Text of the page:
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The risk of losing control before help arrives
Vaccines for Sars-CoV-2, the virus that causes Covid-19, produced by the pharmaceutical companies Pfizer/BioNTech and Moderna are expected to be approved by the European Medicines Agency (EMA), the regulator of the European Union (EU), between December 29, 2020 and January 12, 2021, at the latest.
That promising news comes amid record levels of infections, hospitalizations and deaths from Covid-19 in Greece during November and early December. Many pandemic experts in Greece and abroad are warning that the most critical period of the pandemic – before the vaccines arrive and are distributed – still lies ahead of us.
In Greece and other countries across Europe citizens fatigued by and businesses frustrated about lockdown 2.0 measures can nevertheless cautiously start considering what they will do when the pandemic meets the approved vaccines. But with new recorded infections in Greece reaching 1,882 on Thursday (December 3), with 622 intubated patients and the number of fatalities recorded at 100 this consideration is mixed with painful memories and anxieties about the immediate future.
Combating the Covid-19 pandemic remains an exacting struggle before and possibly also while the vaccines are distributed to the population. With the next three months critical as regards a winter wave of infections and its subsequent adverse consequences the vaccines could not arrive in time. Put otherwise, until we reach the other side of the bridge, we face daunting challenges from private households to businesses, hospitals and government decision making. The widespread distribution of vaccines is not expected to arrive in Greece before the March-April 2021 period.
In the meantime, Greece, like many other European countries, faces what could turn out to be the most challenging three months period for its public health system. From Athens to Rome, Brussels and Berlin, the expectations of both scientists and public authorities that a reduction in the number of daily cases can be achieved through different versions of lockdown 2.0 have not been met with tangible success across European countries. In light of this development, the Greek government announced the extension of lockdown restrictions until at least December 14.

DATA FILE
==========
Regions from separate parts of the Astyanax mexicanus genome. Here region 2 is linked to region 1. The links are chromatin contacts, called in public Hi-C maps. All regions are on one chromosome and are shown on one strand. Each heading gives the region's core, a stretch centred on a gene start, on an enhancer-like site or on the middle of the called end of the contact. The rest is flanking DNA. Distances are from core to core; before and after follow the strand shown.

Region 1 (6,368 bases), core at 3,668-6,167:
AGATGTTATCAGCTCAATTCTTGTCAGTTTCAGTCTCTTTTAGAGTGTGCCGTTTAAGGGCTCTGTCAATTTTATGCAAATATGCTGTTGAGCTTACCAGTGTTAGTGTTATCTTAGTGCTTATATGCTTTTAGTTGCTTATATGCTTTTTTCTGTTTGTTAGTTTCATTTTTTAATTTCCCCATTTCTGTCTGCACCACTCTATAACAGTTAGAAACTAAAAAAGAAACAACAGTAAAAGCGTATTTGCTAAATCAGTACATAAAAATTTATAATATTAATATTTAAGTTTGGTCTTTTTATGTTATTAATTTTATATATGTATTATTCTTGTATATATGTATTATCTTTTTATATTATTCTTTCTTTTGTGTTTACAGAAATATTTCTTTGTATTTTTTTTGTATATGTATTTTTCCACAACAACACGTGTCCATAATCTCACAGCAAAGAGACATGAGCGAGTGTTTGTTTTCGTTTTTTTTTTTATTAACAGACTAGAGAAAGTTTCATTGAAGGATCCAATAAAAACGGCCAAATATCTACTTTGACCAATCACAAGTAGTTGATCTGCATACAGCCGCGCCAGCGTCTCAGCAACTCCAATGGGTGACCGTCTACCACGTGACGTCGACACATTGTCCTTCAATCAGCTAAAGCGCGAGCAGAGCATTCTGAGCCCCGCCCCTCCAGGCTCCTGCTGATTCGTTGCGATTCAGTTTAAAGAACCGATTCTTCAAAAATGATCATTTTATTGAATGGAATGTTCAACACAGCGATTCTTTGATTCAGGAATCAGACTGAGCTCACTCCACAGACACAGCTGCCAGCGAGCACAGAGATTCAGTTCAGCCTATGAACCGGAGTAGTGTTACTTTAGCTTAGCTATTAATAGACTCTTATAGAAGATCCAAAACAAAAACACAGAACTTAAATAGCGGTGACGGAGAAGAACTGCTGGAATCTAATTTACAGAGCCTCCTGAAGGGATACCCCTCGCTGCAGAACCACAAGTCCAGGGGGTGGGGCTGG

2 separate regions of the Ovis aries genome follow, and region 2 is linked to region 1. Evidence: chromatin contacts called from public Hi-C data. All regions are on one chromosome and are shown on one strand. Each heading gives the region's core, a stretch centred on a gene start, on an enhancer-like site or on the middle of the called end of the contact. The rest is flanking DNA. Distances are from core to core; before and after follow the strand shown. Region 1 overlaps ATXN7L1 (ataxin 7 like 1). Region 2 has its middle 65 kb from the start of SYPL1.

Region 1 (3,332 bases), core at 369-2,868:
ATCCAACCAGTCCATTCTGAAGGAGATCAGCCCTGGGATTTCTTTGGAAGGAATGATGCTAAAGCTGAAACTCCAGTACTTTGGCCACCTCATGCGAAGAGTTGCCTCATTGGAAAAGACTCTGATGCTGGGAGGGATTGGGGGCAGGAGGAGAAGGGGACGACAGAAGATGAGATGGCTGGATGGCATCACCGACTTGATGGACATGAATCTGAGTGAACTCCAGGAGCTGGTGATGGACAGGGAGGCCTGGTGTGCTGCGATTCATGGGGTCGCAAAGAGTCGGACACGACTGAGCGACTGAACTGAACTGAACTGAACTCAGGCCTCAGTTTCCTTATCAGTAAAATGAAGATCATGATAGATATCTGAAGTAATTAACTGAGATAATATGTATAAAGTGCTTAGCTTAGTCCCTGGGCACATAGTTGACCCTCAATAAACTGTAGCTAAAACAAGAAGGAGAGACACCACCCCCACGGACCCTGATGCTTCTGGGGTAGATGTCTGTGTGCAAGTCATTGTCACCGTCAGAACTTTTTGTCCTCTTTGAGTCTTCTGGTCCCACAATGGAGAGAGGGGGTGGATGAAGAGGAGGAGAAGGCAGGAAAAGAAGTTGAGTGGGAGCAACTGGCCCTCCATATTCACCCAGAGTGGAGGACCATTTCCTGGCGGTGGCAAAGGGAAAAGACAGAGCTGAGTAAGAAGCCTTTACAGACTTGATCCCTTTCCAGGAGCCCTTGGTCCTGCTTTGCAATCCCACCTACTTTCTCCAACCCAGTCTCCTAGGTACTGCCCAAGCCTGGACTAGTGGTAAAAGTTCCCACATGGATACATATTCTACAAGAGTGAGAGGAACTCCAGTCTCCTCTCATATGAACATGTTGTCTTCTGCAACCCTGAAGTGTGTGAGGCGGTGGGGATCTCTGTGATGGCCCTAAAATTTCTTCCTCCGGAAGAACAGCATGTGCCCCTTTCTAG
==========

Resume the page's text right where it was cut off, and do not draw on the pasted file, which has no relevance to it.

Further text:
Until doses of vaccines go into the arms of willing citizens on a daily basis in Greece fundamentally changing the trajectory of the epidemic will remain a formidable challenge and subject to daily introspection. The fall wave of infections that began in October in Thessaloniki and other parts of northern Greece is now arriving across much of the country. How the virus is spreading across the landscape and among subsets of society makes for grim emotions ahead of the festive period. As can be witnessed every day at hospitals up and down the country, turning this significant challenge into a sustainable success story is exhausting.
Health-care workers in hospitals are doing their best to navigate the punishing surge in infections and admissions into ICUs. But beds and staff are in short supply. Infected patients have to be moved to Athens as Thessaloniki is reaching breaking point in hospitals’ ICUs. But hospital staff must also decide if other specialized medical care, like trauma, heart operations and transplants, can be carried out or must be delayed.
For nurses and doctors, it’s a very uncomfortable place to be in. The medical staff is exhausted, in particular nurses who have been on the front lines of this fight against Covid-19 since the Spring and Summer of this year. The sense of small victories and looming defeats while working so hard is tangible. The dedication for their work hasn’t changed, but these men and women are tired, frequently worn out. What frustrates these silent heroes is the experience of trying to save lives when taking care of Covid-19 patients in ICUs but then hearing from citizens and neighbors about conspiracy theories, that the virus is like the flu or that vaccines are a novel way to control the population.
The vaccine news from different pharmaceutical companies is a milestone in medical research and the brightest spot so far in fighting Covid-19. But the current problems and challenges confronting Greece will not disappear with the forthcoming distribution of vaccines. For the time being, the most convincing message across Europe reads that every citizen needs to mask up, stay at home as much as possible during the Christmas festivities and New Year period. In a word, hang on and keep safe.
Blunting the surge in infections cannot wait until the arrival of the vaccines. Until this form of help arrives, other public health measures are necessary, even if they increasingly become contested by citizens. Societies can define themselves by their capacity to get out of such a challenge together. They can muster coronavirus responses in a civil manner and with joint determination. This is all the more necessary and possible as the light at the end of the tunnel is becoming visible.
Many citizens in Greece and elsewhere are asking themselves if and when life will get back to normal, or at least something that feels closer to normal? The rollout of vaccines in the coming months will present governments, pharmacies, hospitals and private households with new logistical, communication and execution challenges. But the vaccine news has given the conclusion of 2020 an opportunity to look differently into the New Year while confronting a rough winter period.
*Jens Bastian is an independent economic analyst and financial sector consultant, based in Athens, Greece